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Saturday, August 18, 2018


These are hard times, and the only way to survive them is to take whatever pleasure one can find, wherever it is offered.   Which brings me to Omarosa.  Omarosa Manigault-Newman is a forty-four year old ordained minister with a Master’s Degree from Howard University who has recently held an extremely high-level position in the White House.  She is also a classy, good-looking, intelligent, well-spoken, back-stabbing, self-promoting, treacherous Reality TV star who has tapes.

What is not to love?

So much really bad stuff is coming down that we all need something to get us through the day.  For me, right now, it is the hope, the dream, the faith that Omarosa will release another tape.  Does anything really important depend on it?  Hardly, although if she has a tape showing that Trump had advance knowledge of the Trump Tower meeting, that really would be something.  But we cannot listen to Bach, read Dickinson, and eat soufflés all day long.  Each of us has a low side, a backside, an inner streak of vindictiveness and vulgarity, and mine is tickled, amused, gratified by Omarosa.

President Donald J. Trump deserves her.


Anonymous said...

I think that Omarosa and Trump deserve one another—make it a threesome and throw Kellyanne Conway in their vicious circle, too. I remember what happened to Anita Hill, who was every bit as “classy, good-looking, intelligent, [and] well-spoken” as this troglodette, and had plenty of other real virtues and none of Omarosa's vices—but no tapes. But the tapes—so what? If they exist, and if anything of weight is on them, they won’t change many peoples’ minds here. (And that’s the only thing that matters.) There were tapes before—with Trump and Billy Bush, or whatever that fool’s name is—and that didn’t stop The Great Grabsby from getting elected. –Sol Lipsizt

Ed Barreras said...

I watched a few reality shows that featured Omarosa (your looks of judgement mean nothing to me!), and she always struck me as the most miserable sociopath. She’s just the worst, and it isn’t even an act. She’s almost as bad as T***p. I have to say, to see the two of them seated in the halls of power, side by side, was one of the most surreal aspects of this whole bizarre nightmare we’ve been living through. I have scars from all the times I had to pinch myself.

But I agree: to see her now turn on him, and to have a glimmer of hope that she might do real damage, is deeply gratifying. It reminds me, somehow, of the following video. (Warning: DO NOT click if you are at all squeamish about snakes.)

MS said...

Ed Barreras,

Thank you for the video link. Yes, I guess the image is appropriate - Omarosa, Trump's female doppelganger, turning on him.

Apparently it is known in regions inhabited by rattlesnakes that it is not safe to pick up a rattlesnake's head after it has been decapitated. It was reported last month that a man in Texas did that, was severely bitten and had to be hospitalized.

(Just as an aside, talking about proper English usage, I was going to write "where rattlesnakes habitate," but apparently "habitate" is not an acceptable English word. But I am sure that I have heard people - even educated people - use it. And it sounds like it should be a word.)

Nice Nihilist said...

Gather your Charlie Rose-buds where ye may. Only, Christiane Amanpour just isn't as good as the disgraced Charlie Rose.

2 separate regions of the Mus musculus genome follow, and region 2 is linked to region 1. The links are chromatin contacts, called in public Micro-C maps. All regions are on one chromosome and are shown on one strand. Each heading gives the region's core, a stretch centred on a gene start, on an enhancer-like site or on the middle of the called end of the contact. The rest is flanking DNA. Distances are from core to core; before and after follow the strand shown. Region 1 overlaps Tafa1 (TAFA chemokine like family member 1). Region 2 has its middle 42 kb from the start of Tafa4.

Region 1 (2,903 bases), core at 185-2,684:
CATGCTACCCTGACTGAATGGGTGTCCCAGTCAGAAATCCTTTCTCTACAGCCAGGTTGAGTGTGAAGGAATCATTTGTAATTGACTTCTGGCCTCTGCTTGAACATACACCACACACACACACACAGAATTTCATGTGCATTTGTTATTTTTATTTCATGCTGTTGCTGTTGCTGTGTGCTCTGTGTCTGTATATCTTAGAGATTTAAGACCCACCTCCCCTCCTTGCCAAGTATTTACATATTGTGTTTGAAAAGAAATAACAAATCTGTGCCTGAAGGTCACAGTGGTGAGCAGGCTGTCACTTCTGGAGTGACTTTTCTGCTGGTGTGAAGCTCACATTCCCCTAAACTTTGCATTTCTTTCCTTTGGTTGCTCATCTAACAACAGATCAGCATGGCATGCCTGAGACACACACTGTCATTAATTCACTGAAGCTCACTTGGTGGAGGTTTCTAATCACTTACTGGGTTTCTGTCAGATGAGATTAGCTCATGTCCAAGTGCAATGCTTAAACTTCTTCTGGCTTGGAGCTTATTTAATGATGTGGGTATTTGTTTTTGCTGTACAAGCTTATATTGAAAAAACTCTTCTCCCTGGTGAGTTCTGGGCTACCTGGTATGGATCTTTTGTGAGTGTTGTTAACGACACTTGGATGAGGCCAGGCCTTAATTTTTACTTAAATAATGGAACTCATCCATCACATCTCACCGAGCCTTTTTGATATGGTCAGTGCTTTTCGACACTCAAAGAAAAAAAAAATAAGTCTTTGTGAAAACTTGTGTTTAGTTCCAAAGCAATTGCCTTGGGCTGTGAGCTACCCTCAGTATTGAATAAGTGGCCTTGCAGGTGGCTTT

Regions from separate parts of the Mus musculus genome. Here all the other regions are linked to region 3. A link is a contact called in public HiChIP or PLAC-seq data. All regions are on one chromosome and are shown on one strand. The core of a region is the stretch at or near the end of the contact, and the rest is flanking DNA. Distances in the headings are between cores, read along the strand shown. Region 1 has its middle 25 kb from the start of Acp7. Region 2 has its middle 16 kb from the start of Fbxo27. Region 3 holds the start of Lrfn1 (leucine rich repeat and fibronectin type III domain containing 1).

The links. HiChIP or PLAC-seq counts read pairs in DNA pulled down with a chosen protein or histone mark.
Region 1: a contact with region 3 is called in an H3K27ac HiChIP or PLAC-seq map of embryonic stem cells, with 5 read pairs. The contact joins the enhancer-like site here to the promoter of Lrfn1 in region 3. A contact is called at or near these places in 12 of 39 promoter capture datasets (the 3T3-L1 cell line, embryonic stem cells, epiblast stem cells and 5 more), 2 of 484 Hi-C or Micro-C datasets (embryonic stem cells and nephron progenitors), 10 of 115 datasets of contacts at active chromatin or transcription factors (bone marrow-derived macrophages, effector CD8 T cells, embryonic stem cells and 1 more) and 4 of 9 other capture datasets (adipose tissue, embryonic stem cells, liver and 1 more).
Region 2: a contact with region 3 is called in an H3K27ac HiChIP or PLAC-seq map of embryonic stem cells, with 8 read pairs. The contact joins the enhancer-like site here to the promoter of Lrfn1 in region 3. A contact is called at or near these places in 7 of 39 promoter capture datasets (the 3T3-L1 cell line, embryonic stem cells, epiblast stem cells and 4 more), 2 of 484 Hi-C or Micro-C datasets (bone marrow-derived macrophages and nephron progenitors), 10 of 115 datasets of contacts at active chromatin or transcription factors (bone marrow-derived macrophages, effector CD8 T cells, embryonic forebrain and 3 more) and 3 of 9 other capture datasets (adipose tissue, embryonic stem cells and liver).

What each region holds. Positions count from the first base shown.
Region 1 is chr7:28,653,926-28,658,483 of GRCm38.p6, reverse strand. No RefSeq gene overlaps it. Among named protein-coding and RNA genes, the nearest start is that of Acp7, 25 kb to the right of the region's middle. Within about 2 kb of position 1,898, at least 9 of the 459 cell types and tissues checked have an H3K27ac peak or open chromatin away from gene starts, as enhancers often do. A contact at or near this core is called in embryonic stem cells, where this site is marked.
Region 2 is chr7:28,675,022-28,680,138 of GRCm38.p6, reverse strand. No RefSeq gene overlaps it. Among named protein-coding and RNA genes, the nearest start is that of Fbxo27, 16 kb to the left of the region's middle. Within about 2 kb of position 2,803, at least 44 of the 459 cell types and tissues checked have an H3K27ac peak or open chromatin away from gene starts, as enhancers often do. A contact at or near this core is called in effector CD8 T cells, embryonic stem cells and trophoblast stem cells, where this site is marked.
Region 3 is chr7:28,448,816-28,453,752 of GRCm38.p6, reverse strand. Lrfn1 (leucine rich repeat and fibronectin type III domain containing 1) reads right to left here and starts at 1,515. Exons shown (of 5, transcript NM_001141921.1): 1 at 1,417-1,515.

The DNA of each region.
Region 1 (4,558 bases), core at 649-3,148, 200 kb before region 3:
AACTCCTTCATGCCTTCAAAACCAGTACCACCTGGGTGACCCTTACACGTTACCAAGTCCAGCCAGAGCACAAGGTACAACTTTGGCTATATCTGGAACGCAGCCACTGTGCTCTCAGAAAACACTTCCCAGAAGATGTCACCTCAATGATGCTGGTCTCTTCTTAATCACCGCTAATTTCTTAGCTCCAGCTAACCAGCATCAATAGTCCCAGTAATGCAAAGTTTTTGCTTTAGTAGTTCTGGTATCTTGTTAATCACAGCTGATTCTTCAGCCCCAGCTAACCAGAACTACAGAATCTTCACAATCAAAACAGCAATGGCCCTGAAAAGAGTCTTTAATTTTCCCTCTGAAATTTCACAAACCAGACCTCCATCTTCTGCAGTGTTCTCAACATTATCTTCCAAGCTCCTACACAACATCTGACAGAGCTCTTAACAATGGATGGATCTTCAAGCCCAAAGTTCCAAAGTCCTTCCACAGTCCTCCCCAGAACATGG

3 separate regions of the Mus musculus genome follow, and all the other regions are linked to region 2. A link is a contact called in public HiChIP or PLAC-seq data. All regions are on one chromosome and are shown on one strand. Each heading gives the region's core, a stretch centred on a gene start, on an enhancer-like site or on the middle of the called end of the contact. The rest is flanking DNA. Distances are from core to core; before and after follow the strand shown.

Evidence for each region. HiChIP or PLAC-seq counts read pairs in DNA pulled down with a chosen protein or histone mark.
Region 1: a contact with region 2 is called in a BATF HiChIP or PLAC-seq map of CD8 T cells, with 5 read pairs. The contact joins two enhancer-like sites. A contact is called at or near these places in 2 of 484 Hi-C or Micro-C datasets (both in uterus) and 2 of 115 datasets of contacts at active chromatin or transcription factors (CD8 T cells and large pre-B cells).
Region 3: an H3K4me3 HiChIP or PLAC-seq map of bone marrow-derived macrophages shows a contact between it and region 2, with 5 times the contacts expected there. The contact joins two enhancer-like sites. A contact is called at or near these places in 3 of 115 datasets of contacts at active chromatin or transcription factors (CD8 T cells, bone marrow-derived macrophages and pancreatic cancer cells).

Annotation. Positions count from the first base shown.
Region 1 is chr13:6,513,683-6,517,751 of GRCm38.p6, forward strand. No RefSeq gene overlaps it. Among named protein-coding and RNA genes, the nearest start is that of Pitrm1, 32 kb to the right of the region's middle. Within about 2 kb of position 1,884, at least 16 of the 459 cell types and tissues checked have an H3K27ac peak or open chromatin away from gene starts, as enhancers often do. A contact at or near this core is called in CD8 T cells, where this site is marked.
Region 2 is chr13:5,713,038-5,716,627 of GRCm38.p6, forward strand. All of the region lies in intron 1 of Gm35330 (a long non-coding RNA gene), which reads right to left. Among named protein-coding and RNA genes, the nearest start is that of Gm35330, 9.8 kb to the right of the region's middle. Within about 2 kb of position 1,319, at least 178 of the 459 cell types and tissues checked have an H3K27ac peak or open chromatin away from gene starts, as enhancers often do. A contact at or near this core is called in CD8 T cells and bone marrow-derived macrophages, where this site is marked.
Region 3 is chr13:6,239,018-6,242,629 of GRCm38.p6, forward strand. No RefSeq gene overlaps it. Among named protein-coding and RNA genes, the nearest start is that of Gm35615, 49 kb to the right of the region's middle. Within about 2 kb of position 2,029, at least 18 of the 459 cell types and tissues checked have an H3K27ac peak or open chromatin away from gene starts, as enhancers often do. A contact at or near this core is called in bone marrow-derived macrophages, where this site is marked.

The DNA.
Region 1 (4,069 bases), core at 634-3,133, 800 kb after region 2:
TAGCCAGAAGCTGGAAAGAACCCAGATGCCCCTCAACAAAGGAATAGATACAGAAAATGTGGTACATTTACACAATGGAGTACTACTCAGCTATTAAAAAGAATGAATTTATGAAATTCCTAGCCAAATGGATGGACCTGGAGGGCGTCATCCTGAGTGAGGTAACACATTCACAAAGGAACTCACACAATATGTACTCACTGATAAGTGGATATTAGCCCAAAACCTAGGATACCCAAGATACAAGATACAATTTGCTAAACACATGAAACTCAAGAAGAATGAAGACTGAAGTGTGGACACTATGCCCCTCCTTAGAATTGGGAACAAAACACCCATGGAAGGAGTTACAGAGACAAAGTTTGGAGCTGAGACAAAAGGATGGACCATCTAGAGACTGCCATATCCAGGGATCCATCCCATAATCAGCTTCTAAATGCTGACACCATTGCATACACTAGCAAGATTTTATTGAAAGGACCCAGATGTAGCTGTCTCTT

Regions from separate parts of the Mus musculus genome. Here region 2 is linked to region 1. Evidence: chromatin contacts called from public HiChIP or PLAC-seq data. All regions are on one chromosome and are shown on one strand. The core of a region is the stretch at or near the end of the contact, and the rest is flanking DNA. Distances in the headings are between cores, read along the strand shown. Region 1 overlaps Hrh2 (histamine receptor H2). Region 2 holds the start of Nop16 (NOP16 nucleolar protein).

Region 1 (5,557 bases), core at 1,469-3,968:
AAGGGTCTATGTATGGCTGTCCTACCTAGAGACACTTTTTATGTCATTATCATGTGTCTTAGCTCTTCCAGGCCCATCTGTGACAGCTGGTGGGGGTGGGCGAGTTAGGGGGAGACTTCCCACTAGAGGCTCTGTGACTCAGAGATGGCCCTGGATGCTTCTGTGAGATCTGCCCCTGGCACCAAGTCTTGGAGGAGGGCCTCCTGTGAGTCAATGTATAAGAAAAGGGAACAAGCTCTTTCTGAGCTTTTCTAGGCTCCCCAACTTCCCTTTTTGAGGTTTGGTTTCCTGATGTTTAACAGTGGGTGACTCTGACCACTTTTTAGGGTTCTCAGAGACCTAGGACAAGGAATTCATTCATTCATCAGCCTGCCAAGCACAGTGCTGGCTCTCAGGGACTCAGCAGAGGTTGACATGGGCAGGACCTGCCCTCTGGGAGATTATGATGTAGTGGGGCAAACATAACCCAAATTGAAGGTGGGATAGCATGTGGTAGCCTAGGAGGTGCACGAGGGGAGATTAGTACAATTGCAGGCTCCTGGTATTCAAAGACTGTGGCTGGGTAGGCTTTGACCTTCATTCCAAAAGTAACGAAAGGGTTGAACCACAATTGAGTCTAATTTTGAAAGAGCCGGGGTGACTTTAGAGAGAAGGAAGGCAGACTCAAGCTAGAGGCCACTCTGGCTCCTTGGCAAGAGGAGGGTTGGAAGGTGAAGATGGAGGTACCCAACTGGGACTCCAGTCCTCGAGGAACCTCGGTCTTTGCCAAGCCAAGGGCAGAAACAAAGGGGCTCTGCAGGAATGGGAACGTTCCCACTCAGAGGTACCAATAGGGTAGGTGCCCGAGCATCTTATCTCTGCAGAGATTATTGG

Anonymous said...

Reply to MS
Use habitate all you want and don’t worry about it. You’ll have the Oxford English Dictionary to back you up. Habitate has been around since at least the early 17th century (to mean accustom or habituate) and took on the intransitive sense of to dwell, in the middle of the 19th century. The OED notes that the word is “long rare,” but that doesn’t mean it’s wrong to use it. The OED has your back.

MS said...


Thank you, It's wonderful that we have a semanticist (that's a word - I checked) as a contributor to Prof. Wolff's blog. "Habitate" is not in my Webster New Collegiate Dictionary (a remnant of my long gone college years), nor is it in my official Scrabble dictionary - although "za" is, for pizza. Go figure.

s. wallerstein said...

"Habitate" seems very different than the example we started out with a few threads ago, "disinterested" vs "uninterested".

Any reasonably cultivated reader will understand what "habitate" means. I don't see anything wrong with coining the verb "habitate" from the noun "habitat". It makes life a bit easier.

On the other hand, if one uses "uninterested" when the meaning calls for "disinterested", then the reader may well be confused.

I'm defending the right to coin words if that does not detract from clarity. If I say that Professor X metaphysics in his lectures, well, even though " to metaphysic" is not a verb, most readers will understand.

MS said...

s. wallerstein,

Thank you for your vote of support, This is a sophisticated website, and I was reluctant to use a word which, according to my lexicography, does not exist and thereby be deemed an ignorant cad. James Joyce and Charles Dodgson could get away with that sort of thing with impunity, but I am a humble person and do not regard myself as in their league. Besides, you have already pointed out to me in a previous comment that a little knowledge, when applied by me, is a dangerous thing. (Joke)

s. wallerstein said...


My apologies if I was uncivil with you previously.

MS said...

s. wallerstein,

No apology necessary. As you also pointed out in another comment, the world is not our mother - we have to learn to roll with the punches. I suspect that you and I will disagree about certain issues from time to time, but if we met in a bar, we could have a congenial conversation and enjoy a beer together. To paraphrase Thomas Hardy, "[Q]uaint and curious [the internet] is! You shoot a fellow down You'd treat if met where any bar is, Or help with half a crown."